Warning: This review discusses the film’s ending.
With Birdman’s poisonous exchange between Michael Keaton’s former Hollywood star turned cultural aspirant and venomous, tinsel town hating theatre critic Lindsay Duncan in mind, I’ll try to make this review useful. Alejandro González Iñárritu’s film and theatre satire is not a lazy piece, so deserves something more than Keaton’s hated affixation of labels. Structure! Technique! Intension! That’s Iñárritu’s instruction to the critical fraternity – a subtle attempt at gerrymandering notices.
Iñárritu doesn’t want his film reduced to the status of “kooky”, “offbeat”, “intertexual” or “post-modern”, though all are reasonable shorthand. He wants us to talk at great length about the play within a film, the bogus, though often technically seamless single shot delivery of the story that, with few conspicuous cuts, apes a stream of consciousness, or effortless segue in prose from one scene to another without hard transitions, dialogically representing Keaton’s mental separation – a man looking down on himself during a moment of crunching anxiety. He wants us to talk about the drum solo score, a signifier of emotional turbulence, both diegetic and non-diegetic, that like everything else in this picture, blends the world of the film with the experience of watching it. He’s also very keen that we should read the movie as a treatise on art, both popular and niche, on the public appetite for sensation over cognitive heavy lifting, and on cinema’s love of eating itself. So I must remember to mention those things.
If we’re prepared to stow our admiration for the formal cleverness and state of the arts commentary that packages the movie, just for a moment mind, we can say that Birdman is fundamentally a mid-life crisis flick that for all its accoutrements settles for the family restoration on which so many Hollywood movies rely for their emotional and audience grooming effects. Would it have been a stronger-still movie had Keaton blown his brains out at the close instead of obliterating his conk? I think so, as that would have shown due cynicism for the kind of art in search of truth bullshit espoused by Ed Norton’s method actor and preening pseud, Mike Shiner. Instead there’s a fantasy payoff – a moment of transcendent aspiration facilitated by a comet that gives the audience its unreality fix. We leave the movie content we’ve had it both ways – witnesses to a mind in freefall that ultimately ascends thanks to an import from the world of the Hollywood blockbuster.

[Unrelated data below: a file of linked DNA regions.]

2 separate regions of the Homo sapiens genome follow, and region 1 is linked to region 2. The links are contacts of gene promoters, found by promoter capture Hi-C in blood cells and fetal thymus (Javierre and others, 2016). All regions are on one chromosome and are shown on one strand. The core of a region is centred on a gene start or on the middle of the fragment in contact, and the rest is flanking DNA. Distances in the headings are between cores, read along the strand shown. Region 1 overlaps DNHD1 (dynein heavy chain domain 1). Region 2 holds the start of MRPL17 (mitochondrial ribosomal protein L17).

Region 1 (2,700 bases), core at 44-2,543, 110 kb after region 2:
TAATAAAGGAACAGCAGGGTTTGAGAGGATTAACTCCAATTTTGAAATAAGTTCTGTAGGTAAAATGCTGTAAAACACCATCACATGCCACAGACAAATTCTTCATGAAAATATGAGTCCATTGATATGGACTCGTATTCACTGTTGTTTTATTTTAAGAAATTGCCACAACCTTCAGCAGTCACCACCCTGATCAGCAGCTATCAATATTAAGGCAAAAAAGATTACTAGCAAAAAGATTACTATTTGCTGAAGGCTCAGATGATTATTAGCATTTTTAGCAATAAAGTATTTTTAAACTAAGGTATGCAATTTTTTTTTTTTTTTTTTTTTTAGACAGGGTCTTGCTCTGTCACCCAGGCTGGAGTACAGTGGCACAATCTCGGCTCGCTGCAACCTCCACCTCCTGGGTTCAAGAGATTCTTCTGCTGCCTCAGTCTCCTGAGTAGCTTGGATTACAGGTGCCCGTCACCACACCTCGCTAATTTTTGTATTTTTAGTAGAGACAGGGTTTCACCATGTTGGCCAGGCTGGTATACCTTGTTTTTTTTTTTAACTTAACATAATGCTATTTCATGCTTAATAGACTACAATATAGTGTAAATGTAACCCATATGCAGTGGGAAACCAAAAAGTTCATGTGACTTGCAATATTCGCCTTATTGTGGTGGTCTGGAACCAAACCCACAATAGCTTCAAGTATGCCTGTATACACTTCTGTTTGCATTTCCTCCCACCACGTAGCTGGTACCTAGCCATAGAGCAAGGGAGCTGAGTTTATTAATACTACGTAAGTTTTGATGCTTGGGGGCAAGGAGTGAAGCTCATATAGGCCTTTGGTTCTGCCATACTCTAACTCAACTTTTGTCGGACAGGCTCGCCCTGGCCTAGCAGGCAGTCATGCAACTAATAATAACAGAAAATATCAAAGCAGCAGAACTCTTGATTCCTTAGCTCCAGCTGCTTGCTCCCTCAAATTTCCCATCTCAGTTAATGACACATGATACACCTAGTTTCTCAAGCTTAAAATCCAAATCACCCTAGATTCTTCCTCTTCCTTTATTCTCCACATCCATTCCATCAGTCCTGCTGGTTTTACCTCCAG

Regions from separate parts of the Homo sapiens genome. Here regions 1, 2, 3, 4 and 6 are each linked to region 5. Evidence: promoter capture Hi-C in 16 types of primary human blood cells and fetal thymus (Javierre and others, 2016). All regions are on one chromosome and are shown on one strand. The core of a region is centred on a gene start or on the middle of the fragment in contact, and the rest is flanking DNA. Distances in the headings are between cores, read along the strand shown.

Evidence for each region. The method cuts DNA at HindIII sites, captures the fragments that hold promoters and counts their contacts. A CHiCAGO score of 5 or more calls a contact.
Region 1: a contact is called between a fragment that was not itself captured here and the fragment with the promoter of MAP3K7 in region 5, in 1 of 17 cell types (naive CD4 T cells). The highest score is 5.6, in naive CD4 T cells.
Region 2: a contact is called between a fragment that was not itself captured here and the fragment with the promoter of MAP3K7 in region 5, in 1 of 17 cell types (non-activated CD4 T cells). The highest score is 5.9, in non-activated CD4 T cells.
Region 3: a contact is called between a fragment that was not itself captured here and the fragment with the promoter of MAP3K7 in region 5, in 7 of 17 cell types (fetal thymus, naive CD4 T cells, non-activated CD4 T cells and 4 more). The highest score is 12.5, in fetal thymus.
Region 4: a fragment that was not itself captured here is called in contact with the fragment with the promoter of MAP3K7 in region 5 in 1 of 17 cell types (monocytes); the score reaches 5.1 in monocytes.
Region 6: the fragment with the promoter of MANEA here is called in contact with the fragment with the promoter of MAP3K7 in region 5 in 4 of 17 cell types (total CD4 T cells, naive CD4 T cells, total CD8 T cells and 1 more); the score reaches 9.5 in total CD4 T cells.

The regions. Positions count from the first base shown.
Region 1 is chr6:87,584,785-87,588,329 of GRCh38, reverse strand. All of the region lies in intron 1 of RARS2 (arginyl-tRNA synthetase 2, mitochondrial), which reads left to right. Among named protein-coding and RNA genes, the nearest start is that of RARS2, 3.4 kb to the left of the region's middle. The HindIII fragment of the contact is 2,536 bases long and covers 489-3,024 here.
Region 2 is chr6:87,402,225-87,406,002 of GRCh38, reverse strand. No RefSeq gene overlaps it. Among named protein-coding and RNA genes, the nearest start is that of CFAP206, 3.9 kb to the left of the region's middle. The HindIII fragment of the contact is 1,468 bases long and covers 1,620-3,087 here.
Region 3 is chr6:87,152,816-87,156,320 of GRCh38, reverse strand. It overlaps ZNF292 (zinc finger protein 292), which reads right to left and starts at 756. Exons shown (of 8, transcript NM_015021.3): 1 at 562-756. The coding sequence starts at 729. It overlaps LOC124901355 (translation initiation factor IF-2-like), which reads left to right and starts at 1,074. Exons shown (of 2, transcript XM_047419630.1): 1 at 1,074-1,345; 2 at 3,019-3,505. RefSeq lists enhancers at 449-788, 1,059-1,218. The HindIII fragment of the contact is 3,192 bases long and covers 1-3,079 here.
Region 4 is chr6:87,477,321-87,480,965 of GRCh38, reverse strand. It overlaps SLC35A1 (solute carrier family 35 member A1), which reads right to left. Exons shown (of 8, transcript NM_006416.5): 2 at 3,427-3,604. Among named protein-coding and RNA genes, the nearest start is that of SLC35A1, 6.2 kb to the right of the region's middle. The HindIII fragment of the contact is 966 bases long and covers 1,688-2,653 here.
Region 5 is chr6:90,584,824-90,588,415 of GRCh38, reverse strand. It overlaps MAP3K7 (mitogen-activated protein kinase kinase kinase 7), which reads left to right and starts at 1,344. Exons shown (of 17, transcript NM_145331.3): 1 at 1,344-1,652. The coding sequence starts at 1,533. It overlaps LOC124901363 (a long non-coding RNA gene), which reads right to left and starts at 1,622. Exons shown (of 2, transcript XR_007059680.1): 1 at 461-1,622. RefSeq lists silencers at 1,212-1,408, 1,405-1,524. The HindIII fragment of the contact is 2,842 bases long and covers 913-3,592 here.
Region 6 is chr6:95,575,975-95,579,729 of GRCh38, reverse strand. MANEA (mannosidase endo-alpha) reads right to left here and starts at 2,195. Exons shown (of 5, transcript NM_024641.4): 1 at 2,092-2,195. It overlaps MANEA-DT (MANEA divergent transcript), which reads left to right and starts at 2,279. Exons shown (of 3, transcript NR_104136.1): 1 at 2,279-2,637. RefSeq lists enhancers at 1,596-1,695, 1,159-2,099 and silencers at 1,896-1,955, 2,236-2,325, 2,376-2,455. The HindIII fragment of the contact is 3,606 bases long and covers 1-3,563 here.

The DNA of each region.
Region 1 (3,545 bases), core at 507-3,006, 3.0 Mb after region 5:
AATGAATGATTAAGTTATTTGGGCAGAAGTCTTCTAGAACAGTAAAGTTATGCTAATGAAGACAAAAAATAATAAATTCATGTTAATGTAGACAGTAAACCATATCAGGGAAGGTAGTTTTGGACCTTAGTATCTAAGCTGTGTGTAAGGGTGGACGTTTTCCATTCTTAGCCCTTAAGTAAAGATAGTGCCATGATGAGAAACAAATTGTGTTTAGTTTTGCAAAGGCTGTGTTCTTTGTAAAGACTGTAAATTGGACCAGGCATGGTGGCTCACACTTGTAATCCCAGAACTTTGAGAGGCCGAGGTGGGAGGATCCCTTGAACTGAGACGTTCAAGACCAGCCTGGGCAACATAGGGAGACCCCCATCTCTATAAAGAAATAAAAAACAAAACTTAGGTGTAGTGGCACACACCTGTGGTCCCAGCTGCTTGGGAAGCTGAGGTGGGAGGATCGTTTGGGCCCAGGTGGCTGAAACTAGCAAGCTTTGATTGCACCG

Audiences drawn in by the director’s mesmerising method will no doubt pick up the reference to Shakespeare’s Macbeth and the suggestion that the story’s a modern day retelling of the same, but we’re not going to insult Iñárritu by suggesting that he’d reach for a high brow crutch like that to shore up the film’s artistic credentials, with all the assumptions about the literary being superior packed therein, when the name of the game is to show that the movies have a magic and ethereal quality that other narrative mediums lack.
Ultimately Birdman works best and lives longest in the memory, not as a formal experiment, but as an excellent trawl though the psyche of insecure actors (which is surely all of them). Michael Keaton’s make or break character (forget talk of him playing a version of himself – he isn’t) has enough interiority and shading to furnish a Raymond Carver story, while Ed Norton, Naomi Watts and Emma Stone are suitably rich and tormented supporting players. Consequently the play turns out not to be the thing after all; it’s the psychological intrigue, augmented by technique, which marks the film out as a superior excavation of the curious folk who dedicate their lives to being other people and hope for our respect in return.